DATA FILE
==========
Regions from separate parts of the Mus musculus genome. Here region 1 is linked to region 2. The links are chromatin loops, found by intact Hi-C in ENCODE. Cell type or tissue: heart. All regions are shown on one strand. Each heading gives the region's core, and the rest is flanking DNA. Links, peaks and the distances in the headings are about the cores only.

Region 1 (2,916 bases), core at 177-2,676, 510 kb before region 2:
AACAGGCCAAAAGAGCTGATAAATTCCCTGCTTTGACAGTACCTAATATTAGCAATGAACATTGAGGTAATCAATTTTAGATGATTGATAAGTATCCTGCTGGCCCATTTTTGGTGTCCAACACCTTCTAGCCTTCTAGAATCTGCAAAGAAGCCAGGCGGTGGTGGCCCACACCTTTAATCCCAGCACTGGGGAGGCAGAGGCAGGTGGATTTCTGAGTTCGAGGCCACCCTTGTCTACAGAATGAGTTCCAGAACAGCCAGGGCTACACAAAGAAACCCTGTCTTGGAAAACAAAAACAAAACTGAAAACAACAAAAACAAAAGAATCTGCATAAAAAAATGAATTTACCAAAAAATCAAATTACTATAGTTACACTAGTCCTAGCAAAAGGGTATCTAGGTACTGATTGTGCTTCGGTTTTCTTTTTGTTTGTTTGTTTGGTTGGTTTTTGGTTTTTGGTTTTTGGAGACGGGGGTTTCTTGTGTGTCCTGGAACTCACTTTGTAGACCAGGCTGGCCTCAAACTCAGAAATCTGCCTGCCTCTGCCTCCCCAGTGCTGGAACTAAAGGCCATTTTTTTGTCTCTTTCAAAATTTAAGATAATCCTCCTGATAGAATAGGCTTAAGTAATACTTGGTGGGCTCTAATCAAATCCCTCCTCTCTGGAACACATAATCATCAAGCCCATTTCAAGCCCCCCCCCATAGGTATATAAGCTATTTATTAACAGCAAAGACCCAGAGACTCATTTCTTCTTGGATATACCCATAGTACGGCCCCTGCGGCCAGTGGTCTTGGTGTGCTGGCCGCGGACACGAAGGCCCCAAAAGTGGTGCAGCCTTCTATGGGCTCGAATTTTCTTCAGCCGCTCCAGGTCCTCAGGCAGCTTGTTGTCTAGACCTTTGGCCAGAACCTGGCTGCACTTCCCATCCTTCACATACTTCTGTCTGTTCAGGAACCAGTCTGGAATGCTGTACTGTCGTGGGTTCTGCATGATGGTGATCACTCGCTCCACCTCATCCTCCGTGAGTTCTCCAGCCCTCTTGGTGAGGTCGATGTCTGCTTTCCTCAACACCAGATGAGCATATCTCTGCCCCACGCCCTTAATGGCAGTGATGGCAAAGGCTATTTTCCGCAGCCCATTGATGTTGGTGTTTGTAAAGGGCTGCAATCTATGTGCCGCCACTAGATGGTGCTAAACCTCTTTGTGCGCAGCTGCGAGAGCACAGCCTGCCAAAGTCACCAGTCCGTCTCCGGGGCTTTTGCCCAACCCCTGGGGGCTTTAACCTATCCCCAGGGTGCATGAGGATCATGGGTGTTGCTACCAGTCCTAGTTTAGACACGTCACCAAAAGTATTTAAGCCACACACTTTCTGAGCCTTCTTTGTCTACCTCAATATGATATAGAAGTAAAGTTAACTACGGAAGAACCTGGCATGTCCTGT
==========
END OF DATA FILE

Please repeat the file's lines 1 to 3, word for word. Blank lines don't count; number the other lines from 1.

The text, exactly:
Regions from separate parts of the Mus musculus genome. Here region 1 is linked to region 2. The links are chromatin loops, found by intact Hi-C in ENCODE. Cell type or tissue: heart. All regions are shown on one strand. Each heading gives the region's core, and the rest is flanking DNA. Links, peaks and the distances in the headings are about the cores only.

Region 1 (2,916 bases), core at 177-2,676, 510 kb before region 2:
AACAGGCCAAAAGAGCTGATAAATTCCCTGCTTTGACAGTACCTAATATTAGCAATGAACATTGAGGTAATCAATTTTAGATGATTGATAAGTATCCTGCTGGCCCATTTTTGGTGTCCAACACCTTCTAGCCTTCTAGAATCTGCAAAGAAGCCAGGCGGTGGTGGCCCACACCTTTAATCCCAGCACTGGGGAGGCAGAGGCAGGTGGATTTCTGAGTTCGAGGCCACCCTTGTCTACAGAATGAGTTCCAGAACAGCCAGGGCTACACAAAGAAACCCTGTCTTGGAAAACAAAAACAAAACTGAAAACAACAAAAACAAAAGAATCTGCATAAAAAAATGAATTTACCAAAAAATCAAATTACTATAGTTACACTAGTCCTAGCAAAAGGGTATCTAGGTACTGATTGTGCTTCGGTTTTCTTTTTGTTTGTTTGTTTGGTTGGTTTTTGGTTTTTGGTTTTTGGAGACGGGGGTTTCTTGTGTGTCCTGGAACTCACTTTGTAGACCAGGCTGGCCTCAAACTCAGAAATCTGCCTGCCTCTGCCTCCCCAGTGCTGGAACTAAAGGCCATTTTTTTGTCTCTTTCAAAATTTAAGATAATCCTCCTGATAGAATAGGCTTAAGTAATACTTGGTGGGCTCTAATCAAATCCCTCCTCTCTGGAACACATAATCATCAAGCCCATTTCAAGCCCCCCCCCATAGGTATATAAGCTATTTATTAACAGCAAAGACCCAGAGACTCATTTCTTCTTGGATATACCCATAGTACGGCCCCTGCGGCCAGTGGTCTTGGTGTGCTGGCCGCGGACACGAAGGCCCCAAAAGTGGTGCAGCCTTCTATGGGCTCGAATTTTCTTCAGCCGCTCCAGGTCCTCAGGCAGCTTGTTGTCTAGACCTTTGGCCAGAACCTGGCTGCACTTCCCATCCTTCACATACTTCTGTCTGTTCAGGAACCAGTCTGGAATGCTGTACTGTCGTGGGTTCTGCATGATGGTGATCACTCGCTCCACCTCATCCTCCGTGAGTTCTCCAGCCCTCTTGGTGAGGTCGATGTCTGCTTTCCTCAACACCAGATGAGCATATCTCTGCCCCACGCCCTTAATGGCAGTGATGGCAAAGGCTATTTTCCGCAGCCCATTGATGTTGGTGTTTGTAAAGGGCTGCAATCTATGTGCCGCCACTAGATGGTGCTAAACCTCTTTGTGCGCAGCTGCGAGAGCACAGCCTGCCAAAGTCACCAGTCCGTCTCCGGGGCTTTTGCCCAACCCCTGGGGGCTTTAACCTATCCCCAGGGTGCATGAGGATCATGGGTGTTGCTACCAGTCCTAGTTTAGACACGTCACCAAAAGTATTTAAGCCACACACTTTCTGAGCCTTCTTTGTCTACCTCAATATGATATAGAAGTAAAGTTAACTACGGAAGAACCTGGCATGTCCTGT